Intel will carve off flash and communications units - analysts
AMD here to stay
Top chip analysts expect Intel to cleave off its flash memory and communications businesses in the coming months as the company tries to cut costs and compete better against AMD. Despite these moves, however, Intel will never regain the astonishing market dominance it once enjoyed.
Intel CEO Paul Otellini warned last month that he will create a "leaner, more agile and more efficient" company by looking for underperforming business units to restructure. A group of top chip pundits believe the units in question will be Intel's flash memory group and its teams working on chips made for wireless and portable devices. These actions will improve Intel's financial structure but do little in the long-term to replenish market share lost to AMD over the past two years.
"Intel clearly is going to be in comeback mode," said Mark Edelstone, a managing director at Morgan Stanley. "If they do some aggressive restructuring, which I expect them to do, it will help a lot."
Later, Edelstone added that "Intel is a great company" but "I don't think its market share can ever go back to where it was."
Such sentiments were echoed by three other panelists at the Churchill Club's annual Semiconductor Forecast event held last night here in Silicon Valley. At this event, some of the top chip analysts give their broad views on where the industry will head over the next year and even toss out a few stock picks, which we'll bring you shortly.
Rounding out the Intel issue first, the panelists slaughtered the chip giant for failing to produce chips that could compete against AMD's Opteron and Athlon64 products.
"I don't think I have ever seen this kind of competitive dislocation," said Joe Osha, senior director at Merrill Lynch, adding that "Intel really showed up with a knife to a gun fight in servers and desktops."
All of the analysts agreed that AMD will come close to hitting its target of taking 30 per cent of the processor market in terms of units and revenue. That's up from historical levels ranging between 90-10 and 80-20 in favor of Intel.
"I think the market share will get to 30 per cent and might go beyond that," said Dan Niles, the CEO of Neuberger Berman Technology Management.
They also agreed the the flash and communications units were the most likely to go for Intel.
On the plus side for Intel, a couple of the analysts see it as having the better stock in the coming months than an "over-priced" AMD.
"Intel right now is priced like a company that will never get anything right ever again," Osha said. "I don't see how the stock doesn't outperform AMD."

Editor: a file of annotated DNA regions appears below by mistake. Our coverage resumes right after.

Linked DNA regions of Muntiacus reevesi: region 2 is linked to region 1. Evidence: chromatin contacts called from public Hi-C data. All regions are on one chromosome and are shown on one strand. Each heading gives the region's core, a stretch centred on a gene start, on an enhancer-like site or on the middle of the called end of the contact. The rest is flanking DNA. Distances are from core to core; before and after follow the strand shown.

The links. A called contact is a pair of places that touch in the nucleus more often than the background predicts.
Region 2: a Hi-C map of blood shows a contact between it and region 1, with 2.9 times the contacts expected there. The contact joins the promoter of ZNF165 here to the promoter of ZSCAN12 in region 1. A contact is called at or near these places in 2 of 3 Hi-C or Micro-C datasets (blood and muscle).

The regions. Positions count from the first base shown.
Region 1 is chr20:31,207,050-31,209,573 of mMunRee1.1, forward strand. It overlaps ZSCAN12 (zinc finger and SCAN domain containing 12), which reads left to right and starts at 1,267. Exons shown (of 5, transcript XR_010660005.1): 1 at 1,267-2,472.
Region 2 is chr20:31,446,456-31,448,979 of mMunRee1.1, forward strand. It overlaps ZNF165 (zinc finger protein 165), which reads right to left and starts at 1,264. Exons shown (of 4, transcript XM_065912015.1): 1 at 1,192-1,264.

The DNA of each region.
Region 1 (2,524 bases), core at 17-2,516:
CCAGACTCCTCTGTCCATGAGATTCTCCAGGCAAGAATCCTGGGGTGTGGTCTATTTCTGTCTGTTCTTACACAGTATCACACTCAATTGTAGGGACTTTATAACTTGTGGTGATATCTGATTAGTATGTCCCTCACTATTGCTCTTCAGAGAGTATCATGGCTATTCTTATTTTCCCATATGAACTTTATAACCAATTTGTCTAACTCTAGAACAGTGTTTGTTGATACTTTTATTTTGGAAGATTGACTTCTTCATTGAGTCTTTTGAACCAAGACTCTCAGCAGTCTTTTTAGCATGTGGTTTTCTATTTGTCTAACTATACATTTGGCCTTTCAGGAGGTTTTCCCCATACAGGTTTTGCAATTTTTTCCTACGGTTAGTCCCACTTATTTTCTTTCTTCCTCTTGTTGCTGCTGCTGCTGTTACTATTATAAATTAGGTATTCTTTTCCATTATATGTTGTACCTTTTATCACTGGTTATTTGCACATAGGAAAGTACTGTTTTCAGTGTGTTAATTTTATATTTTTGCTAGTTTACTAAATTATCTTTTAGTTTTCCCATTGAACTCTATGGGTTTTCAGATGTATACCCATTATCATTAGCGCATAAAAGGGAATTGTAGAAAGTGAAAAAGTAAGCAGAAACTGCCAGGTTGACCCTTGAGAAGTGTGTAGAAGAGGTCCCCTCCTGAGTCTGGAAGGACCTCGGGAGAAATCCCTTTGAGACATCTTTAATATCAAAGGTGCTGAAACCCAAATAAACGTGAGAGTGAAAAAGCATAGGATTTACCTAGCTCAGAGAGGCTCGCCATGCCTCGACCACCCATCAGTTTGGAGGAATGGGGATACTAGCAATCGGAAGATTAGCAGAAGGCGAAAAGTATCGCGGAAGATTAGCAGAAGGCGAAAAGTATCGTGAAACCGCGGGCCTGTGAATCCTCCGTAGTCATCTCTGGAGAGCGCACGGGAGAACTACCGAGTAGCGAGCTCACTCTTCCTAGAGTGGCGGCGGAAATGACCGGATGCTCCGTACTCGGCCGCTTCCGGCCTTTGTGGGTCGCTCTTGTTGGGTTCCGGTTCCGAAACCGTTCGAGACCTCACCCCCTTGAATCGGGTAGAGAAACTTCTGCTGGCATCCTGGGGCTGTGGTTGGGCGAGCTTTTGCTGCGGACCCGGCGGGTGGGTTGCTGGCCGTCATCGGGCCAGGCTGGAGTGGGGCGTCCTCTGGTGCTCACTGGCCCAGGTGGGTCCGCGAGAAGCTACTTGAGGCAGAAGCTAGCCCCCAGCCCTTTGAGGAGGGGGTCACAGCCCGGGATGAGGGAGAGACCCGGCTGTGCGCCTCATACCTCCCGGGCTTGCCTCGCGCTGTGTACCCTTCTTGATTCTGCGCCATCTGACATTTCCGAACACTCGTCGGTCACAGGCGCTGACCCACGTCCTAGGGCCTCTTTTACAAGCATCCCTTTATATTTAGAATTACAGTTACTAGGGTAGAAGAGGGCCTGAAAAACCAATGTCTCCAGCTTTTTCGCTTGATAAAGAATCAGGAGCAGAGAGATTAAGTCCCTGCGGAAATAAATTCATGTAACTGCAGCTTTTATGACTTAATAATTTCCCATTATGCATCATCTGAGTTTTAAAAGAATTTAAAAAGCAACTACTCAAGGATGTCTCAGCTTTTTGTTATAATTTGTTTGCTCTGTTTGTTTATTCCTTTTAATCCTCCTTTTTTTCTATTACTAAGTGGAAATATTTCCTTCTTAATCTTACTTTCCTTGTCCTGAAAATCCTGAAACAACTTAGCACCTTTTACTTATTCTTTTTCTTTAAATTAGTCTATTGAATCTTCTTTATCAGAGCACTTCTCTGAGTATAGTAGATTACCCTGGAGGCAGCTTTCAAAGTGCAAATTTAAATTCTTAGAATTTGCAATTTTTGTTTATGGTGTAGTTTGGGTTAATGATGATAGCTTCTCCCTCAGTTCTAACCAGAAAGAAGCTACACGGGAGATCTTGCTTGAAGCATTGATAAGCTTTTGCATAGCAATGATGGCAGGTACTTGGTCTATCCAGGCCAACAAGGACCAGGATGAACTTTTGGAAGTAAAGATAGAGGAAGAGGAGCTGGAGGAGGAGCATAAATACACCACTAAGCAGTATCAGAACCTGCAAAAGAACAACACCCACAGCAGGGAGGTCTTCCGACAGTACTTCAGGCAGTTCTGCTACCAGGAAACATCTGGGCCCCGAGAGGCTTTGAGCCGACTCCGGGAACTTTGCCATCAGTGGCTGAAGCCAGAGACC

Niles added, "If you believe margins have bottomed out, then you have to own the stock."
More broadly, the analysts expect Silicon Valley to continue producing solid chip companies but believe the US's influence overall will fade in the coming years.
Silicon Valley can still serve as a great "center of excellence" due to its talented people and business climate, Edelstone said.
That said, China and India are producing more engineers than the US and provide more cost-effective conditions for hiring massive amounts of staff. This will likely lead to an increase in the number of chip design companies that spring up here but then hire more of their workers in Asia - a scenario that has already started to play out.
The engineering talent is just one factor that will put more focus on China and India, according to the analysts.
"When you look at those two countries, I like to joke that four billion people can't be wrong," Niles said. "As those economies continue to outstrip the US, they are going to consume a lot of goods. I think the US consumer is tapped out."
The analysts doubted whether China could create the next Intel per se, but companies here that focus on limited use semiconductors are doomed.
"Doing an MP3 controller is probably not going to be a very defensible business when you can have someone in China do it cheaper and faster," Edelstone said.
Away from semiconductors, the professional pundits had advice for regulators as well. The panel went ballistic when the topic of Eliot Spitzer, New York's ambitious attorney general, came up. Spitzer and others have helped push through a number of reforms meant to have companies and analysts be more more transparent about their actions.
Regulations such as Sarbanes-Oxley that many people deride as a painful exercise in paper pushing sprang up in the post-Enron world.
"They have done a great job of taking productivity out of the industry, as people try to document everything," Niles said. "It's stupid."
"Investors have been very poorly served by what Spitzer brought," added Osha.
The analysts agreed that tighter regulations have resulted in an environment where many pundits are afraid to hand out strong opinions. Survivors in the profession simply straddle the middle ground while the good guys pick other careers. It's a real loss for us all.
Now, as promised, here are the stock picks. For the record, Edelstone has done the best over the past three years, while Osha has struggled. Niles sits in the middle. All of these picks are meant as 12-month bets.
Edelstone picked Atheros and Silicon Laboratories, as two companies that will come out with "hot new products" this year and do well in the market.
Osha picked Micron and ATI Technologies as strong comeback stories.
Niles picked Genesis Microchip and seemed to be half serious and half joking about buying gold as a commodity.
The pundits, you see, can never stick to the silicon. ®